Important information: The value of investments and the income from them, can go down as well as up, so you may get back less than you invest.

THE tortoise is catching the hare. After a blockbuster pandemic for high growth ‘stay at home’ tech stocks, unfashionable and cheaper ‘value’ shares are having their moment in the sun. This week’s big market question is whether the rotation has legs.

Passing on the market baton

The S&P 500 is down nearly 9% from its recent peak. That’s close to the usual definition of a market ‘correction’. And beneath the surface there have been some more dramatic moves. Previously high-flying tech stocks are in retreat, with a popular ETF that invests in innovative disruptors like Tesla down more than 40% since the start of 2021. By contrast to that Ark Invest ETF, Warren Buffett’s relatively staid Berkshire Hathaway, which prefers out of favour stocks, is up 34% over the same period. Over a two-year horizon, the two investments have taken very different paths to reach a similar point. The tortoise is back in contention.

All eyes on the Fed

You don’t have to look far to see why the growth bubble is deflating. Growth in the future is worth more to investors today if interest rates are low but it’s less attractive when the cost of money (and the opportunity cost of waiting for growth) rises. The Federal Reserve is likely this week to give us a broad hint that its first rate-hike in this cycle will come as soon as its next meeting in the middle of March. Investors are pricing in four US rate hikes this year. Goldman Sachs thinks there might be more. That’s good news for cyclical stocks like banks and commodities. Bad news for Silicon Valley and for other speculative investments like Bitcoin, which at $35,000 is half its recent peak.

Can earnings stop the rot?

The level of the market will be determined by how fast earnings are growing and by how much investors are prepared to pay for those profits. It’s early days yet in the fourth quarter earnings season but expectations are still for a 23% rise in profits in the final three months of 2021. That could put shares back on an even keel but only if valuations hold up. In recent weeks the S&P 500 has drifted from 21 times this year’s expected earnings to just 18. Big names to watch this week are: Microsoft, Tesla and Apple.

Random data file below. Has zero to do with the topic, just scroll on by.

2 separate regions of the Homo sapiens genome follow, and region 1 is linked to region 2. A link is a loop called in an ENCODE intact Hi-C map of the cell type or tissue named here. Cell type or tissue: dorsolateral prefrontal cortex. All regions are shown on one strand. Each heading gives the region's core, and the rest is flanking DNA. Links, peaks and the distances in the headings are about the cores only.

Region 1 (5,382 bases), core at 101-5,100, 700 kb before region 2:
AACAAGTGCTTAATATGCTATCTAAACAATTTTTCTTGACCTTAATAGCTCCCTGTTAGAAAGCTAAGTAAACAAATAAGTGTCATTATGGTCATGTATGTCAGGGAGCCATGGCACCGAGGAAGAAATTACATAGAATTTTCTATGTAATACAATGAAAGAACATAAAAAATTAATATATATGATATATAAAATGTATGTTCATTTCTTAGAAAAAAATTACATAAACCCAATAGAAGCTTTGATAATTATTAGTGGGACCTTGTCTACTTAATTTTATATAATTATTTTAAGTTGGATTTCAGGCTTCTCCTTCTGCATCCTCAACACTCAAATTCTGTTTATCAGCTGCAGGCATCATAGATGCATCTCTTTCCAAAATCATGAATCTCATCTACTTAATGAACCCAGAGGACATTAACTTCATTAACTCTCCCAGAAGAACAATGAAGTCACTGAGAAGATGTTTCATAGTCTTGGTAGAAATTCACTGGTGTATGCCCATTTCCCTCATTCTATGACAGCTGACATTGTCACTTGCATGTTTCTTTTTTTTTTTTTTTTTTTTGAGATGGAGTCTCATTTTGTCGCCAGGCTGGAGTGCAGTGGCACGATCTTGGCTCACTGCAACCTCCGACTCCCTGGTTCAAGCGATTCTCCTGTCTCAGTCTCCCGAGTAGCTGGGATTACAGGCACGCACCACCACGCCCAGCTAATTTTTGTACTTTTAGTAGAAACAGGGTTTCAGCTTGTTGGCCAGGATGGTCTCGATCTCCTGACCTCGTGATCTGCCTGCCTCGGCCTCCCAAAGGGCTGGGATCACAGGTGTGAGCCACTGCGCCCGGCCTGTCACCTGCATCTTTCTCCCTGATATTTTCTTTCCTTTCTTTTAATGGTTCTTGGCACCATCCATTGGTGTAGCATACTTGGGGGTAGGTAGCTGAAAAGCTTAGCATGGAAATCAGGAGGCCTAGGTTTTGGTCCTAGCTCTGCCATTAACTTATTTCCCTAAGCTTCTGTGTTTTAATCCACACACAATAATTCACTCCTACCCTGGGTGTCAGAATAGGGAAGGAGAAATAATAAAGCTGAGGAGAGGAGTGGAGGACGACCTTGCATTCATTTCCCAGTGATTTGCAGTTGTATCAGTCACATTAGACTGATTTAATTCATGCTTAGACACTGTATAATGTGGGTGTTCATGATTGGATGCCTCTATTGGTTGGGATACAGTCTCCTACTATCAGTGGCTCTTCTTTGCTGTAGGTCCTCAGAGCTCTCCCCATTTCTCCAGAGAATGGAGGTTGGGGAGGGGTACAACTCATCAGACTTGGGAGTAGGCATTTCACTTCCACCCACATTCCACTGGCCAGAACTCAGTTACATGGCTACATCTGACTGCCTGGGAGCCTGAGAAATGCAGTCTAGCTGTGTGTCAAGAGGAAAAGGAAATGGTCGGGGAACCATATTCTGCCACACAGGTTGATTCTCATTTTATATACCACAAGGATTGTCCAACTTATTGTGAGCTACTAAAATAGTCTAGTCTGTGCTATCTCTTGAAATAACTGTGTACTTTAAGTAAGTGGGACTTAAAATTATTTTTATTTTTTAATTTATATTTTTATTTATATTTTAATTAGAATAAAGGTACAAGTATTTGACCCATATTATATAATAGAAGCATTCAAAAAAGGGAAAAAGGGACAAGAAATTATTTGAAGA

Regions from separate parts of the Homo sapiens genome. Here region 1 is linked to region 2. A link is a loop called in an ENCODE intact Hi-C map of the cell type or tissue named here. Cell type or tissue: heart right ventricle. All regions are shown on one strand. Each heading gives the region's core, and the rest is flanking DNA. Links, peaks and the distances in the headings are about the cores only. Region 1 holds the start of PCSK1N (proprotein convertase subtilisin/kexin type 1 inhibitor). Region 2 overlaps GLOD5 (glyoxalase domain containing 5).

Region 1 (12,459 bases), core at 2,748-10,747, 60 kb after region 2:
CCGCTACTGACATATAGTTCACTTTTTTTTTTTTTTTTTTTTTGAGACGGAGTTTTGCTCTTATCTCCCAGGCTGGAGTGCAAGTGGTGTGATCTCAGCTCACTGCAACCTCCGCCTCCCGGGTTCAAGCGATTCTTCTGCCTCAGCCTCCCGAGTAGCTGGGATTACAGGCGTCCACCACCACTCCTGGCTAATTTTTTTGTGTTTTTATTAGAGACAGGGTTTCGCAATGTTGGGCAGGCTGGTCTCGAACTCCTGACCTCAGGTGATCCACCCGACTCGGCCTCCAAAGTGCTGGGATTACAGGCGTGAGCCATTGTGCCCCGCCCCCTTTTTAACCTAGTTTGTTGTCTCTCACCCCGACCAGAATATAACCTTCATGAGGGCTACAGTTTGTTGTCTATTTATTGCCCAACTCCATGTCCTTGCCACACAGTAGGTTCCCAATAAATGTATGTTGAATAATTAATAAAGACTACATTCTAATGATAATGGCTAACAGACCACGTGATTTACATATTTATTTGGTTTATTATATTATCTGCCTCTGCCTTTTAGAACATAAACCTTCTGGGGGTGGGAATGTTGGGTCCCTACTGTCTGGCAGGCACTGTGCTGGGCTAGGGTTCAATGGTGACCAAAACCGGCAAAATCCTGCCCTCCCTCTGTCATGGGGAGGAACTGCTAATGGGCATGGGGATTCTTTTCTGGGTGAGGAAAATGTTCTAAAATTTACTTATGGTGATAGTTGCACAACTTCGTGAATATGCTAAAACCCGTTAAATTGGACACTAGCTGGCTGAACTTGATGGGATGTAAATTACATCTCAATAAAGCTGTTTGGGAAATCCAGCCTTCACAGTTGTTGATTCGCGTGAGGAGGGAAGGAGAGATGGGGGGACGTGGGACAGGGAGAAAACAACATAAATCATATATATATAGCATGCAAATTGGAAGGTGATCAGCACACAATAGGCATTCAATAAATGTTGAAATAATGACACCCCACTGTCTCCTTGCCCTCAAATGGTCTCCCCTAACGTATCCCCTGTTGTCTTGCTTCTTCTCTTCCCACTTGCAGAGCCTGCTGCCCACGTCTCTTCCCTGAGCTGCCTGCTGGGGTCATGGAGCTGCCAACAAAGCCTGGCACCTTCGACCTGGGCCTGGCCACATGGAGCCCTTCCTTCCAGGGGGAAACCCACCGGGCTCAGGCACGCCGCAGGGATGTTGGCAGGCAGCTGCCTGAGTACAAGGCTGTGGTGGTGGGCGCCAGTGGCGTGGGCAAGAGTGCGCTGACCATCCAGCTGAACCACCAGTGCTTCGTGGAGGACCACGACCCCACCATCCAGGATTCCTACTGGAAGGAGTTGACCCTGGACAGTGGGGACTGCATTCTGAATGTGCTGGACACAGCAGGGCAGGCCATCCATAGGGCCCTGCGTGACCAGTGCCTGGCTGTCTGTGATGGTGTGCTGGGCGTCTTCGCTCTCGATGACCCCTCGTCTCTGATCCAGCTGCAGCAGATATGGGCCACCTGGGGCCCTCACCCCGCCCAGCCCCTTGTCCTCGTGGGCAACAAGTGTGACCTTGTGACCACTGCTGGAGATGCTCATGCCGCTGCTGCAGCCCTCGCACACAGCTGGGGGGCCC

When does politics start to matter?

Even the prospect of a new Prime Minister has been shrugged off by the pound. It’s at a two year high against the euro thanks to the Bank of England’s early move on interest rates and, at $1.37, is rising against the dollar too. But investors might look less favourably on sabre rattling in Ukraine. We don’t know if Russia plans to mobilise troops kicking their heels on Ukraine’s border nor what the West’s response would be. On top of monetary policy and earnings concerns, however, it has the potential to unsettle markets further.

Important information: Investors should note that the views expressed may no longer be current and may have already been acted upon. Overseas investments will be affected by movements in currency exchange rates. Reference to specific securities should not be construed as a recommendation to buy or sell these securities and is included for the purposes of illustration only. This information is not a personal recommendation for any particular investment. If you are unsure about the suitability of an investment you should speak to one of Fidelity’s advisers or an authorised financial adviser of your choice.

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